I am grateful to Richard Arneson, Jonathan Garthoff, A. J. Julius, Andrew Lister, Samuel Scheffler, T. M. Scanlon, Stephen White, and the Editors of Philosophy & Public Affairs for helpful conversations and insightful feedback. This article was originally written for a conference at Oxford University in January 2009, celebrating the work of G. A. Cohen. It still seems both incredible and painful that Jerry unexpectedly died the summer after and that he will not be with us for years to come, ready with his sharp mind, warm heart, quick and mischievous wit, and a steady supply of apposite songs. I am especially grateful to Jerry for years of guidance, criticism, and advice. He offered all of us a model of how to vindicate some of philosophy's most central ambitions: facing hard and elusive questions with a combination of foreground confidence tempered by compassion, humility, humor, high standards, intellectual honesty, creativity, and precision.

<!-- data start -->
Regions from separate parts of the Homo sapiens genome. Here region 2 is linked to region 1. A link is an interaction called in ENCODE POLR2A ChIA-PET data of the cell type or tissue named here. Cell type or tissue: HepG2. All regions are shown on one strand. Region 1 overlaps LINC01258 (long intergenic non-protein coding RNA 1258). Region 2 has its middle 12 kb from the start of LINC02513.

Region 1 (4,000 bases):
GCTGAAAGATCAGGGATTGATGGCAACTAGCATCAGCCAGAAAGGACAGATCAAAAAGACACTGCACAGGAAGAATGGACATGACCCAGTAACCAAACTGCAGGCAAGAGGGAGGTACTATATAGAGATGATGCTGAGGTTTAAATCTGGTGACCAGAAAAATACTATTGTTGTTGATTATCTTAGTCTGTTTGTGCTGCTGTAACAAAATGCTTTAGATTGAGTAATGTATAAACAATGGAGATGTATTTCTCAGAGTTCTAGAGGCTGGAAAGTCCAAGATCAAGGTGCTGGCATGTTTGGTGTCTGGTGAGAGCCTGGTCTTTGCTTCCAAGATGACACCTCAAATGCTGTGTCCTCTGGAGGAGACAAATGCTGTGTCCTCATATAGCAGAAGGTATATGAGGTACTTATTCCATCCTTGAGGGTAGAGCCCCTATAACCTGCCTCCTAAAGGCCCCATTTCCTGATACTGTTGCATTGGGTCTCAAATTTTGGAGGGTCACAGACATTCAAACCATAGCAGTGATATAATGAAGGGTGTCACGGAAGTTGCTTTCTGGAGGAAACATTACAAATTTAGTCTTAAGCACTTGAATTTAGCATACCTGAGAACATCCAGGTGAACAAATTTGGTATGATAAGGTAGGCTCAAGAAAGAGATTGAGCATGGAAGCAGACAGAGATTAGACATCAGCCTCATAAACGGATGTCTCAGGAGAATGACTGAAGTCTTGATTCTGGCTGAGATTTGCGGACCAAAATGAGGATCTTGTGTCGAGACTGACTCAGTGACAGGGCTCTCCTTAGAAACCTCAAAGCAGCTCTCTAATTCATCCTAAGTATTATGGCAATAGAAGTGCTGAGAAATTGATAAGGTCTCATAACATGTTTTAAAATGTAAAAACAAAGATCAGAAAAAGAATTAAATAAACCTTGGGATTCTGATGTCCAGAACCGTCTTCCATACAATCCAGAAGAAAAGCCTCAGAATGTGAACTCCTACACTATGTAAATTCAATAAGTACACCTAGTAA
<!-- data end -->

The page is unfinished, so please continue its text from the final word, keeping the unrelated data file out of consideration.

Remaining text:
Incentives, Motives, and Talents
Article first published online: 23 APR 2010
© 2010 Wiley Periodicals, Inc.
Philosophy & Public Affairs
Volume 38, Issue 2, pages 111–142, Spring 2010
How to Cite
SHIFFRIN, S. V. (2010), Incentives, Motives, and Talents. Philosophy & Public Affairs, 38: 111–142. doi: 10.1111/j.1088-4963.2010.01180.x
- Issue published online: 23 APR 2010
- Article first published online: 23 APR 2010